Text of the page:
Could I Really Be Eating Too Much Kale?

A couple of months ago I discovered that I was anemic.  I was a bit surprised since I am an omnivore and eat jut about everything.  Although I don’t indulge in red meat too often, I love a good juicy steak made from organic grass fed and finished beef, or a perfectly roasted leg of lamb.  But I do eat plenty of dark leafy vegetables, especially one of my all time favorites which is kale.

Black&GreenKale2

I eat kale almost daily whether in a green juice, sautéd with garlic and onions, in my morning omelet or in a salad tossed with a bunch of other vegetables for lunch.

And what, might you ask, does this have to do with my blood iron level?

kalefoods

Kale is often called the “beef” of vegans because of it’s high iron content.

For 100 calories, beef has anywhere from 0.8 to 0.9 mg of iron, while Kale boast 3.2 mg of iron. Romaine is the most iron rich green with 5.7 mg per 100 calories. [Source: DrFuhrman.com]

So imagine my horror when I decided to share my concern and surprise at being anemic considering how much kale I eat with a couple of friends who are health nuts as I am: “Oh be careful!” they said,  ” You could be eating too much kale and that can be really bad for your health!”

Kale bad for my health?  How could that be?

I’ve always told my clients how good kale is and that it is one of the staples of a healthy diet, so I had to get to the bottom of this once and for all.

After a little digging around I discovered that the widespread scare about kale being harmful to our health came from one personal essay published by the New York Times in the Opinionator section titled “Kale? Juicing? Trouble Ahead.”  In this essay, author Jennifer Berman explained, that although she was one of the healthiest eaters she knew, she was diagnosed with hypothyroidism (enlarged thyroid) at her last physical. She further shares that one of her favorite foods, kale, was at the top of the “DO NOT EAT” list of foods for people who suffer from hypothyroidism.  Kale along with a long list of otherwise healthy cruciferous vegetables.

After the publication of this personal essay a frenzy ensued with dozens of articles floating around the internet warning of the dangers of eating too much kale.  Yet to date there has only been one study by Oregon State University, which links excessive consumption of cruciferous vegetables with hypothyroidism. In this study it is noted that one 88 year old woman developed hypothyroidism and went into a coma after eating 1 to 1.5 kilos a day of raw bock choy for several months in a row.   That means she was eating an average of 15 to 20 cups a day!  Who knows what else her diet consisted of but let’s be honest, that is an insane amount of any food!

Needless to say I was deeply relieved that all this concern about kale was based on this one essay, yet alarmed by the amount of misinformation that had spread because of it as well.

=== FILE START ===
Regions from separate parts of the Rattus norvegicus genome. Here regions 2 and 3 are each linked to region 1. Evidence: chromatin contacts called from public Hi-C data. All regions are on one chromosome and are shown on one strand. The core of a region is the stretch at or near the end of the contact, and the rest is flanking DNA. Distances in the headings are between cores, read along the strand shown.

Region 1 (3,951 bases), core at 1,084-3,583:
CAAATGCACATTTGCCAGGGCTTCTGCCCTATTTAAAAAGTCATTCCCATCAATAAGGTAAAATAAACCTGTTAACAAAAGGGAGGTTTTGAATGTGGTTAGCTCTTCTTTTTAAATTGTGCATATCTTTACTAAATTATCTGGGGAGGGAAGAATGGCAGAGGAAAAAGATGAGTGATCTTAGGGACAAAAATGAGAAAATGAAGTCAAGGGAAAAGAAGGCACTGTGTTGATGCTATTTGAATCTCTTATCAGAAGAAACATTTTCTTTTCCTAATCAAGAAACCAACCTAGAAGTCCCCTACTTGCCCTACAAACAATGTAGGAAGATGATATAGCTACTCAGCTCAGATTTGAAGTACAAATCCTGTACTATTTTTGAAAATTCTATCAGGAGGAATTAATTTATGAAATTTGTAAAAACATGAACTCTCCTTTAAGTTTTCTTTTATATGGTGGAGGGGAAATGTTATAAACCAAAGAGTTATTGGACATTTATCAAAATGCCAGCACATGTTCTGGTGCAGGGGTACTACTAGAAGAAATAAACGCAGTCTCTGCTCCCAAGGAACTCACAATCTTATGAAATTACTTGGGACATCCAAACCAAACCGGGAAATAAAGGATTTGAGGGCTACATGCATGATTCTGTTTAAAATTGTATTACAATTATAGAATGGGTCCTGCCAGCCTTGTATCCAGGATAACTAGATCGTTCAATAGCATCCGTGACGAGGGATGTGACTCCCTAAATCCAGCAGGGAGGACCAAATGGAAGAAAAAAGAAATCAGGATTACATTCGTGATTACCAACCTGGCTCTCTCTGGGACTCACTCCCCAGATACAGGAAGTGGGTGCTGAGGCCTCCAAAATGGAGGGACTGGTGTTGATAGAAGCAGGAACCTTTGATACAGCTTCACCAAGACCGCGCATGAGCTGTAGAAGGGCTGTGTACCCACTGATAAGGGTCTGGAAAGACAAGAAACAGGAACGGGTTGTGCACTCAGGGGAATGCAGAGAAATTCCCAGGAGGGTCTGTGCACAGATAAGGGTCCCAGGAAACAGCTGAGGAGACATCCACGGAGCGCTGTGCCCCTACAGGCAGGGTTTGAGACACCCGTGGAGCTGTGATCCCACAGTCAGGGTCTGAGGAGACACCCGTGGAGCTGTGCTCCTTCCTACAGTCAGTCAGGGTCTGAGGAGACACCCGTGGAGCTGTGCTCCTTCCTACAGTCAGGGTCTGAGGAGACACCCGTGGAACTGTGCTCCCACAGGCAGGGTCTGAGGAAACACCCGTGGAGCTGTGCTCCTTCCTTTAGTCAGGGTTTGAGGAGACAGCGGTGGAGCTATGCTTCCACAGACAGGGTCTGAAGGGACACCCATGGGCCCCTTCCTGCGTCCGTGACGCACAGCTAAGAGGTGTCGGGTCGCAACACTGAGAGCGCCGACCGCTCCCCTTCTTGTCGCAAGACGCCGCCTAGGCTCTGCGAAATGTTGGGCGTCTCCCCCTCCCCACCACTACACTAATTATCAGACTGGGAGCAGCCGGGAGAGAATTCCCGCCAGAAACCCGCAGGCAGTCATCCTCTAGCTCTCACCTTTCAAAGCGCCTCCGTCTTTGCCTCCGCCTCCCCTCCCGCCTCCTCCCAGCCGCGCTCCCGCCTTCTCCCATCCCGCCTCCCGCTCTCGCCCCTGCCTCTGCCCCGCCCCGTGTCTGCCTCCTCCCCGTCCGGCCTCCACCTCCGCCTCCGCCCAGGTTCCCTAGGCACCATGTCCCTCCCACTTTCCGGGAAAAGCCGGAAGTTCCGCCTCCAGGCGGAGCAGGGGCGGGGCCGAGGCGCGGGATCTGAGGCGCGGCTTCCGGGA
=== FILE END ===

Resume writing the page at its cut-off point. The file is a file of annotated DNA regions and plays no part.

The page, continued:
Upon further research I learned that iodine deficiency is another cause of hypothyroidism and the combination of low iodine levels with excessive goitrogenic foods – foods that contribute to an enlarged thyroid or goiter, can indeed have a negative effect on your health.  But you would have to eat a ridiculous amount of kale to put yourself at risk.

So would it be wise to stop eating kale?

If you suffer from hypothyroidism it might not be a bad idea, but before you ban kale and other cruciferous vegetables such as spinach, cabbage, broccoli, Brussell sprouts and collar greens from your diet please make sure to consult with your doctor.

Kale is a wonderfully healthy food, rich infiber and low in calories. It is rich in Iron, Calcium, Vitamins A, C and K and other powerful antioxidants, and boasts wonderful anti-inflamamtory properties.

As for me I am going to keep enjoying my kale along with a rainbow of other deliciously healthy veggies!

BlackKaleEndiveSalad

Do you enjoy kale and other cruciferous vegetables? What are your thoughts about this widespread panic that began with one personal essay?

 

 

 

About Valerie 

Valerie Remy-Milora is the mother of 3 amazing girls, an author, public speaker, coach and founder of Scrumptious Moms. She is passionate about empowering moms to embrace self care and live a vibrant, joyful life with their loved ones. A health and fitness nut, she is an advocate for chemical-free living, real food and GMO labeling. She believes in the sanctity of life from conception to natural death.

Comments

  1. Amazing how one article can have such a huge impact on the food industry and our medical knowledge.

    Great article and I for one will not be giving up Kale or any other good for you food. I have always said.. balance is crucial. Dump the junk and start eating healthy.

    Out diets are terrible and the amount of sugar we consume is ridiculous. But that is a topic I could go on and on about.

    Thank you for bringing this myth to our attention. Great post and I look forward to reading more from you.

    • Katarina I think you and I would have wonderful conversations! Yes balance IS crucial and oh my do we consume way too much sugar and other junk. Which makes the panic reaction to this one article about kale all the more absurd. Enjoy your kale and all other fabulous greens 🙂

    • I am with Katrina – dump the junk and eat healthy. Perfectly said in such a succinct way. Too much of ANYTHING is bad, including kale and other healthy things. Balance is needed in ALL things.

      • Amen for “Dump the Junk” Katrina! And yes to balance but most importantly it’s imperative to double check the source of the information we consume, especially when we are using it to make decision about out health. I doubt there are many people consuming the extreme quantities of kale that would potentially be harmful and I would hate for anyone not to eat it or to give it based on misinformation circulating on the internet.

  2. Anything too much may be harmful. Thanks for the info. I will have to watch my diet.

  3. Great article, if you do anything in excess you’re asking for trouble. Did you know kale is also great for your eyes? Yup. It is regularly recommended by doctors of optometry as smart eye food.

    • I did not know that kale is good for your eyes Debra, thank you for sharing this. Considering I am blind as a bat without my contacts that is excellent news. And I am going to make sure I share this with a few people who are dear to me and have recently learned they have early macular degeneration.

  4. I eat my veggies, but not overly so. Kale’s texture befuddles me a bit, but I haven’t looked into many ways to prepare it. It’s always good to know of potential pitfalls associated with super foods, but thank goodness the ill-effects of a lot of Kale seem to only be dangerous in cases of hypothyroidism.